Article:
After much thought on how to implement the application behavior, currently all chat was sent around without validation and a MMO needs to have an application logic behind each channel, so specific action handling needed to be implemented to process each client info before sending it around in the channel. I have come to the conclusion, that probably the best way to do that is to implement them as a player (CC) module with an action handler (AH), both are stand alone processes, so whenever a group gets started up, it will automatically seek in a table for the AH of that group or else start up the generic entry as the handler. ANY message to be sent in a group gets sent to that single automated player entity, which then decides how to proceed, so for chat channels one can implement a word filter, NPC data can be implemented from here or zone channels will be able to send the movement data first to a physique server (far future) before sending that data to the clients. This single AH per channel will also keep track of connected clients, no matter what node they come from.

Some lessons learned of programming in Erlang:
First lesson: there are so many ways of implementing a certain behavior, it's mind boggling, one can choose from creating vanilla subroutines, a cherry mono- or multi-tasked applet, a table entry, a DB table or whole self managed entities, the choice is really vast and the problem is that you can be quite dynamic, so I have to sometimes go back and reread where all the magic comes from, all or most choices seem to be on par speedwise. Once decided, implementing it is a snap.
Second lesson: right size your multi-tasking; it's so tempting to create many, many processes, but syncronization can sometimes be a pain, so double check when to MT and when no to. Even when sync-ing is no problem, don't forget the possible size of the outcome, f.e. in the very beginning I sent each chat command as a separate task, but when I did the stress test with 50'000 generated users over 5 servers I found that 2.5 Billon concurrent tasks was a tad too much to handle for the framework, I wonder why that would be, how lame !!! =P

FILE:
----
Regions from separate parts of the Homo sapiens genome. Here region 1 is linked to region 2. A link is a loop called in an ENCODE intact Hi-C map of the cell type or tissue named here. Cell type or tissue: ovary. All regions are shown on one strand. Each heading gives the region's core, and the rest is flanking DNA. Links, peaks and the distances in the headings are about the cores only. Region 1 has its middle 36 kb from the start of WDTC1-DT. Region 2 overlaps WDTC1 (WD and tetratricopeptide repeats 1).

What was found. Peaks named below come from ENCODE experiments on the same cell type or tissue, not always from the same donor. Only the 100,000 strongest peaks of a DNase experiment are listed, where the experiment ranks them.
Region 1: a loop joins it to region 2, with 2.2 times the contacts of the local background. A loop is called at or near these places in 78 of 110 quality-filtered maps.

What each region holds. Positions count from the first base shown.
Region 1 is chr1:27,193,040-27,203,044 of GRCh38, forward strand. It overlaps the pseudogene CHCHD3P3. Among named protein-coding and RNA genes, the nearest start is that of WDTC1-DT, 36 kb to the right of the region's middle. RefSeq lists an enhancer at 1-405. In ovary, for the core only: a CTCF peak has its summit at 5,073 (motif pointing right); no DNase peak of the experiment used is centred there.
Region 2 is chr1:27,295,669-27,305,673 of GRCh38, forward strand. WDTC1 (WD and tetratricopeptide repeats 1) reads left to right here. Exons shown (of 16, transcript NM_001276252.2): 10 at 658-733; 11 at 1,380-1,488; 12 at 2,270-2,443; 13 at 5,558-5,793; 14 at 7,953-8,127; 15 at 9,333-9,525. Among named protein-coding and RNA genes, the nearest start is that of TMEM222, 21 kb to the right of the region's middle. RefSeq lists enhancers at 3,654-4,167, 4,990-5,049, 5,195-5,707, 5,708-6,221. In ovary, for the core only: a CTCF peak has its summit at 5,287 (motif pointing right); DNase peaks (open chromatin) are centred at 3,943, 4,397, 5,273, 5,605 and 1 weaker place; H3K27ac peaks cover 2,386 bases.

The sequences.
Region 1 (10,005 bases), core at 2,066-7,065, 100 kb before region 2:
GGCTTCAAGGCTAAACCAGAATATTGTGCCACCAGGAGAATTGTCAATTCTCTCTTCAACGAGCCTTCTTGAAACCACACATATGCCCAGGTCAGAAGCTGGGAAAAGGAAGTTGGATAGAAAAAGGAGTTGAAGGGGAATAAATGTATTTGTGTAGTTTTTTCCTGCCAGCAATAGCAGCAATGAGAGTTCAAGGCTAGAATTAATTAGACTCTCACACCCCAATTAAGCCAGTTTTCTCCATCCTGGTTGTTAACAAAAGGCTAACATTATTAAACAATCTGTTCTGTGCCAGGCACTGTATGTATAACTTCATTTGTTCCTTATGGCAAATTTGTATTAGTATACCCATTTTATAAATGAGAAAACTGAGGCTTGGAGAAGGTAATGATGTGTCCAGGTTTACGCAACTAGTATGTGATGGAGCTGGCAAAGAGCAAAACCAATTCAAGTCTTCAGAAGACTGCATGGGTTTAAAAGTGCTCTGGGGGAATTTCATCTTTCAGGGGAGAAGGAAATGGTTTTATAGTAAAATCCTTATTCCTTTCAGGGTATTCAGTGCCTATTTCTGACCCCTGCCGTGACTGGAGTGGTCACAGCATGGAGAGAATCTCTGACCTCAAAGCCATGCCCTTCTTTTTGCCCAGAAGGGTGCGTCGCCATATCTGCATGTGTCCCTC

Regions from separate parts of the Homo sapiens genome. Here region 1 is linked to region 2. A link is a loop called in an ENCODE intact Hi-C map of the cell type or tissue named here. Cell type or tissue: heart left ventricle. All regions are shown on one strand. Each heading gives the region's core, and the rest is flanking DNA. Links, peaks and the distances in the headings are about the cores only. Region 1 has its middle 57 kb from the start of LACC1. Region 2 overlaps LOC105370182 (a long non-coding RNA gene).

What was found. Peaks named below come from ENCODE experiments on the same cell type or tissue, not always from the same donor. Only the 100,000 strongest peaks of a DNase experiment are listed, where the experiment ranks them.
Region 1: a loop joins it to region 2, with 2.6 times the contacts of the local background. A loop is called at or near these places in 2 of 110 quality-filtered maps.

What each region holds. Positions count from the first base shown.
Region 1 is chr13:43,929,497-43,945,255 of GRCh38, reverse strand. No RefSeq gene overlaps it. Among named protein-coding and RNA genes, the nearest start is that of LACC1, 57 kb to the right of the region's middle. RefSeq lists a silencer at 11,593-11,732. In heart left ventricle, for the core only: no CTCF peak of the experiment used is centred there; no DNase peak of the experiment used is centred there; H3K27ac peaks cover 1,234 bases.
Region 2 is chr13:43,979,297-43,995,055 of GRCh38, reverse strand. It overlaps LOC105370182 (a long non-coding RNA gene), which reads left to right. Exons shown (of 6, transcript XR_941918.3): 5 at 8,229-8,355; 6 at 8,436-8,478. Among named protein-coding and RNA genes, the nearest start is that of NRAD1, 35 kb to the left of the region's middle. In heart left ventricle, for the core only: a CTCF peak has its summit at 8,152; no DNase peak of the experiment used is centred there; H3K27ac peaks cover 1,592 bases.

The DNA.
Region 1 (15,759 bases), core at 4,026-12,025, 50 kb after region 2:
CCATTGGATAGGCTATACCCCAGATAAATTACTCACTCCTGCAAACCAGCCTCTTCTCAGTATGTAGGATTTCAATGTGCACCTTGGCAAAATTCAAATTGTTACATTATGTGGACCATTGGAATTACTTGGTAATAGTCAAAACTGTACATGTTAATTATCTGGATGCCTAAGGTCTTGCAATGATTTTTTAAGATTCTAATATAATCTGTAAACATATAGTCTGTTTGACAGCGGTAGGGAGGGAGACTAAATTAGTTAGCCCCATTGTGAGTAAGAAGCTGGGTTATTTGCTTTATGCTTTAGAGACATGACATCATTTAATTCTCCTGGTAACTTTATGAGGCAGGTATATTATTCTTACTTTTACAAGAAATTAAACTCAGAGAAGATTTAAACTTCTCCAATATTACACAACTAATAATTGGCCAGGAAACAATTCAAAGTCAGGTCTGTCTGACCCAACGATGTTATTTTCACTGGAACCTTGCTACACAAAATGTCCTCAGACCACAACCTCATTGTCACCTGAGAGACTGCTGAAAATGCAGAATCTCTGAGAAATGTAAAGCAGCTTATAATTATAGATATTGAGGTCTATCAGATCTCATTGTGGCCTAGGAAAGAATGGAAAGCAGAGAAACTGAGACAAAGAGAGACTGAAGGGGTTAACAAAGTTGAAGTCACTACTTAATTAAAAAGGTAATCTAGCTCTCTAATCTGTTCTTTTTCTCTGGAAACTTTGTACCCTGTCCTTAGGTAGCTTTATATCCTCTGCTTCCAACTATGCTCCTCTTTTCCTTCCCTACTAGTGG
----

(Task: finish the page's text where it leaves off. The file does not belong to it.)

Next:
Third lesson: And Erlang programmers will hate me for this: OTP sucks big time, I found that it is much easier to write my own functionality, including but not limited to code upgrades in runtime across all connected servers, which requires a Doctor title in OTP to get to work, but only little effort to programm oneself, nowadays I only kick in some very few lines of code and voila, it upgrades !!
Forth lesson: they say love comes quickly and so does complexity !! Programs in Erlang are short and concise, but when implementing something new I find myself rewriting code in 5-6 programs in parallel, which isn't harder, but very different from "normal" programming languages.

Next to come is a channel authorization table that decides at logon (or later) what client should connect to which channel(s). I will also implement channel authorizations for that, which will be interesting =O, some must be system assigned (zones and instances), others with password, by group assignment (like a guild f.e.), open or user managed, so this will be an important feature and also some piece of work as I need to rewrite some code for that. Before or after that I will implement the first NPCs with some limited actions, oh and I still need to get the object table into the Apocalyx client to handle mutiple objects. But after these tasks I have the basic capabilities for an MMO, that is good news.

And Hello World !! Since my last update I seem to be getting quite a lof of hits on this blog I can even google this blog, much to my surprise actually and scary, too. SMASH is not ready for prime time after all and it may still be a while, due to the fact that I only do this on my spare time. So for the newcomer: feel free to read the MISSION STATEMENT. This is still vaporware, but whatever is mentioned herein is actually implemented, so one day (hopefully this year) the framework will be up and running and I will set up a closed alpha server for some testing. But I will not haste anything, quality overrules time requirements.

That's all for now !!